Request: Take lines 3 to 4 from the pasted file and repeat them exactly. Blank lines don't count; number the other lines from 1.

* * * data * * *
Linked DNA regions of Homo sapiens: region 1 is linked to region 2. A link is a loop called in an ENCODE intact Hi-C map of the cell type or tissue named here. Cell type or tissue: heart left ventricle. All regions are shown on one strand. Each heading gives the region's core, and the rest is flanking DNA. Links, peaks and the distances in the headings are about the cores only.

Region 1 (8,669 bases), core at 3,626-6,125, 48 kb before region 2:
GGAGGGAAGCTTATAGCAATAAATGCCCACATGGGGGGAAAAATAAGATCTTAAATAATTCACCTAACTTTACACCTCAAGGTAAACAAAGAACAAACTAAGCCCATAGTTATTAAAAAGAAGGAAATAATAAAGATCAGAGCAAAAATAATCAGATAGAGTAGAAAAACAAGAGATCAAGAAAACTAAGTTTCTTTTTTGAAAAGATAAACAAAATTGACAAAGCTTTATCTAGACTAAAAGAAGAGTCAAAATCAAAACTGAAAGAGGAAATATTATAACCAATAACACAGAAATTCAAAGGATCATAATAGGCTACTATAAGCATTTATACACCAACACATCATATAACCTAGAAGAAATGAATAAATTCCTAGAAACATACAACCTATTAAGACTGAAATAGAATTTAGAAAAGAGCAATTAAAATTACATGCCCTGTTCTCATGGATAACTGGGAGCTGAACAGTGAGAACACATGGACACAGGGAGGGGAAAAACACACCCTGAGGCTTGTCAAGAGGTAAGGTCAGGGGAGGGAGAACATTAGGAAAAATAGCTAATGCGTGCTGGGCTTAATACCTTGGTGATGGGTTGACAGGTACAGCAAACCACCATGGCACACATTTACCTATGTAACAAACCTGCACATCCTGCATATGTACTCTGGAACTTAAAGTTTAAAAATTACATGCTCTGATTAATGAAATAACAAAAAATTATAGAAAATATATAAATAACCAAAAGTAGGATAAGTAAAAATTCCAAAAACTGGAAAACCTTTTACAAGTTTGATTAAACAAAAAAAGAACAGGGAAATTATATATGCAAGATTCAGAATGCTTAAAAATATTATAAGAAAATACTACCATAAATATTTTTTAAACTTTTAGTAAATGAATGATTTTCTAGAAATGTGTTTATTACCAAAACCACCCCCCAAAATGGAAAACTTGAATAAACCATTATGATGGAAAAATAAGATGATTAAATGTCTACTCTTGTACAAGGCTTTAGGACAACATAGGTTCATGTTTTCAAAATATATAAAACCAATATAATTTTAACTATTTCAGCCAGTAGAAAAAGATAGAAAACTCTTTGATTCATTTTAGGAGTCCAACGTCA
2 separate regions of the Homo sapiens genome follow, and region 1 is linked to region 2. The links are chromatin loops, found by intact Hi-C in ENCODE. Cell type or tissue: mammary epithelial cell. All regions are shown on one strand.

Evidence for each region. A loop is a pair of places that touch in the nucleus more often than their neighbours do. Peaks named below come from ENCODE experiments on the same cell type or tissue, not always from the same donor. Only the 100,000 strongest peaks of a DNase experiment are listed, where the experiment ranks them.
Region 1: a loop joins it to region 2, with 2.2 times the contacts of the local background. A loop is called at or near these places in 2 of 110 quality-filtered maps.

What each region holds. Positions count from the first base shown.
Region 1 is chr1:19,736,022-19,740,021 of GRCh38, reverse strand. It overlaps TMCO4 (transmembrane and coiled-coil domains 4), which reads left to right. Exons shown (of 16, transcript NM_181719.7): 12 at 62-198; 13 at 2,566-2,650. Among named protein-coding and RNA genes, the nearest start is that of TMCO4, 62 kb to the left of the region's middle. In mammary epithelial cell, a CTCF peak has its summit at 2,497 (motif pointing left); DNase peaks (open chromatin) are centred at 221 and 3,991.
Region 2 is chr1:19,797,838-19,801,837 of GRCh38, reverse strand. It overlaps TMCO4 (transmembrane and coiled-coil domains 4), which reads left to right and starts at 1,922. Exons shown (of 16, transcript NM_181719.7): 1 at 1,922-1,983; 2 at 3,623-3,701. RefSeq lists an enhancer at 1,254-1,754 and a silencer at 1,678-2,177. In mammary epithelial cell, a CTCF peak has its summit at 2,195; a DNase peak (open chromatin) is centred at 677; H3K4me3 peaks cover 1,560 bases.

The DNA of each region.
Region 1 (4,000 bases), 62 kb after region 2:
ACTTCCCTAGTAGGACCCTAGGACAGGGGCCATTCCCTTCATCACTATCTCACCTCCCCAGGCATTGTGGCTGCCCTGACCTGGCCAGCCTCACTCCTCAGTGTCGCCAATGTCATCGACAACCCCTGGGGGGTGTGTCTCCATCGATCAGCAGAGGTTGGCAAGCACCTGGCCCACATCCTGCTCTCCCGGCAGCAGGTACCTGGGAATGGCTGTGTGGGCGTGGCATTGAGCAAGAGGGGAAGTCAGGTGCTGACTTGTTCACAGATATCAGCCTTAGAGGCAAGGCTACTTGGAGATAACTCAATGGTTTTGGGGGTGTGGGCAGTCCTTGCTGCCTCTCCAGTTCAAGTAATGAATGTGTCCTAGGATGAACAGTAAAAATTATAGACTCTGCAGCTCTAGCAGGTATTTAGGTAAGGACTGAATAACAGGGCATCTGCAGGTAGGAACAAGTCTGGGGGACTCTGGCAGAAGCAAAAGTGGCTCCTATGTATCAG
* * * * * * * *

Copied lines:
GGAGGGAAGCTTATAGCAATAAATGCCCACATGGGGGGAAAAATAAGATCTTAAATAATTCACCTAACTTTACACCTCAAGGTAAACAAAGAACAAACTAAGCCCATAGTTATTAAAAAGAAGGAAATAATAAAGATCAGAGCAAAAATAATCAGATAGAGTAGAAAAACAAGAGATCAAGAAAACTAAGTTTCTTTTTTGAAAAGATAAACAAAATTGACAAAGCTTTATCTAGACTAAAAGAAGAGTCAAAATCAAAACTGAAAGAGGAAATATTATAACCAATAACACAGAAATTCAAAGGATCATAATAGGCTACTATAAGCATTTATACACCAACACATCATATAACCTAGAAGAAATGAATAAATTCCTAGAAACATACAACCTATTAAGACTGAAATAGAATTTAGAAAAGAGCAATTAAAATTACATGCCCTGTTCTCATGGATAACTGGGAGCTGAACAGTGAGAACACATGGACACAGGGAGGGGAAAAACACACCCTGAGGCTTGTCAAGAGGTAAGGTCAGGGGAGGGAGAACATTAGGAAAAATAGCTAATGCGTGCTGGGCTTAATACCTTGGTGATGGGTTGACAGGTACAGCAAACCACCATGGCACACATTTACCTATGTAACAAACCTGCACATCCTGCATATGTACTCTGGAACTTAAAGTTTAAAAATTACATGCTCTGATTAATGAAATAACAAAAAATTATAGAAAATATATAAATAACCAAAAGTAGGATAAGTAAAAATTCCAAAAACTGGAAAACCTTTTACAAGTTTGATTAAACAAAAAAAGAACAGGGAAATTATATATGCAAGATTCAGAATGCTTAAAAATATTATAAGAAAATACTACCATAAATATTTTTTAAACTTTTAGTAAATGAATGATTTTCTAGAAATGTGTTTATTACCAAAACCACCCCCCAAAATGGAAAACTTGAATAAACCATTATGATGGAAAAATAAGATGATTAAATGTCTACTCTTGTACAAGGCTTTAGGACAACATAGGTTCATGTTTTCAAAATATATAAAACCAATATAATTTTAACTATTTCAGCCAGTAGAAAAAGATAGAAAACTCTTTGATTCATTTTAGGAGTCCAACGTCA
2 separate regions of the Homo sapiens genome follow, and region 1 is linked to region 2. The links are chromatin loops, found by intact Hi-C in ENCODE. Cell type or tissue: mammary epithelial cell. All regions are shown on one strand.